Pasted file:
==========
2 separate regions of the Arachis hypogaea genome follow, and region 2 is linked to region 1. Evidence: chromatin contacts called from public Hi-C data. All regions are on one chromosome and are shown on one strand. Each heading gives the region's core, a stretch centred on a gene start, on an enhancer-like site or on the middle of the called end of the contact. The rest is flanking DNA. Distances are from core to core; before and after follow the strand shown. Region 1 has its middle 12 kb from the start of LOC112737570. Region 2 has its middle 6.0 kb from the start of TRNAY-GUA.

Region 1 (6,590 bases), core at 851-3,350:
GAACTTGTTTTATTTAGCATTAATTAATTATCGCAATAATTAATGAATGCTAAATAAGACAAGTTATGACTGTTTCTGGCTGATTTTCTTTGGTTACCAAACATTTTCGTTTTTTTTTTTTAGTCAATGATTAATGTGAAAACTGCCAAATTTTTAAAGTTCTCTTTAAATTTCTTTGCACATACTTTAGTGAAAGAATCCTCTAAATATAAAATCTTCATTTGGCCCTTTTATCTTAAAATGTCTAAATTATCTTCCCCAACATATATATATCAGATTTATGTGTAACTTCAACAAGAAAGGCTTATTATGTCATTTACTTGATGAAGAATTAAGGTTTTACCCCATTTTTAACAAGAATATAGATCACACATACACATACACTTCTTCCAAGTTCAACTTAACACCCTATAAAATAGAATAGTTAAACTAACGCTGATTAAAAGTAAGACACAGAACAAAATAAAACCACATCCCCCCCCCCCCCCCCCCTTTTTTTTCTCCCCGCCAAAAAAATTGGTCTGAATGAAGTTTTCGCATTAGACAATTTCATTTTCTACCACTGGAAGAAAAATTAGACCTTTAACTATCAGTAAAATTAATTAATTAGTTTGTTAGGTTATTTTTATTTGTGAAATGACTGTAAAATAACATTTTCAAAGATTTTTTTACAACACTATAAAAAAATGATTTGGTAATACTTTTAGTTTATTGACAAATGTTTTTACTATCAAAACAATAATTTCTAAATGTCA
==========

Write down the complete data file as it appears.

2 separate regions of the Arachis hypogaea genome follow, and region 2 is linked to region 1. Evidence: chromatin contacts called from public Hi-C data. All regions are on one chromosome and are shown on one strand. Each heading gives the region's core, a stretch centred on a gene start, on an enhancer-like site or on the middle of the called end of the contact. The rest is flanking DNA. Distances are from core to core; before and after follow the strand shown. Region 1 has its middle 12 kb from the start of LOC112737570. Region 2 has its middle 6.0 kb from the start of TRNAY-GUA.

Region 1 (6,590 bases), core at 851-3,350:
GAACTTGTTTTATTTAGCATTAATTAATTATCGCAATAATTAATGAATGCTAAATAAGACAAGTTATGACTGTTTCTGGCTGATTTTCTTTGGTTACCAAACATTTTCGTTTTTTTTTTTTAGTCAATGATTAATGTGAAAACTGCCAAATTTTTAAAGTTCTCTTTAAATTTCTTTGCACATACTTTAGTGAAAGAATCCTCTAAATATAAAATCTTCATTTGGCCCTTTTATCTTAAAATGTCTAAATTATCTTCCCCAACATATATATATCAGATTTATGTGTAACTTCAACAAGAAAGGCTTATTATGTCATTTACTTGATGAAGAATTAAGGTTTTACCCCATTTTTAACAAGAATATAGATCACACATACACATACACTTCTTCCAAGTTCAACTTAACACCCTATAAAATAGAATAGTTAAACTAACGCTGATTAAAAGTAAGACACAGAACAAAATAAAACCACATCCCCCCCCCCCCCCCCCCTTTTTTTTCTCCCCGCCAAAAAAATTGGTCTGAATGAAGTTTTCGCATTAGACAATTTCATTTTCTACCACTGGAAGAAAAATTAGACCTTTAACTATCAGTAAAATTAATTAATTAGTTTGTTAGGTTATTTTTATTTGTGAAATGACTGTAAAATAACATTTTCAAAGATTTTTTTACAACACTATAAAAAAATGATTTGGTAATACTTTTAGTTTATTGACAAATGTTTTTACTATCAAAACAATAATTTCTAAATGTCA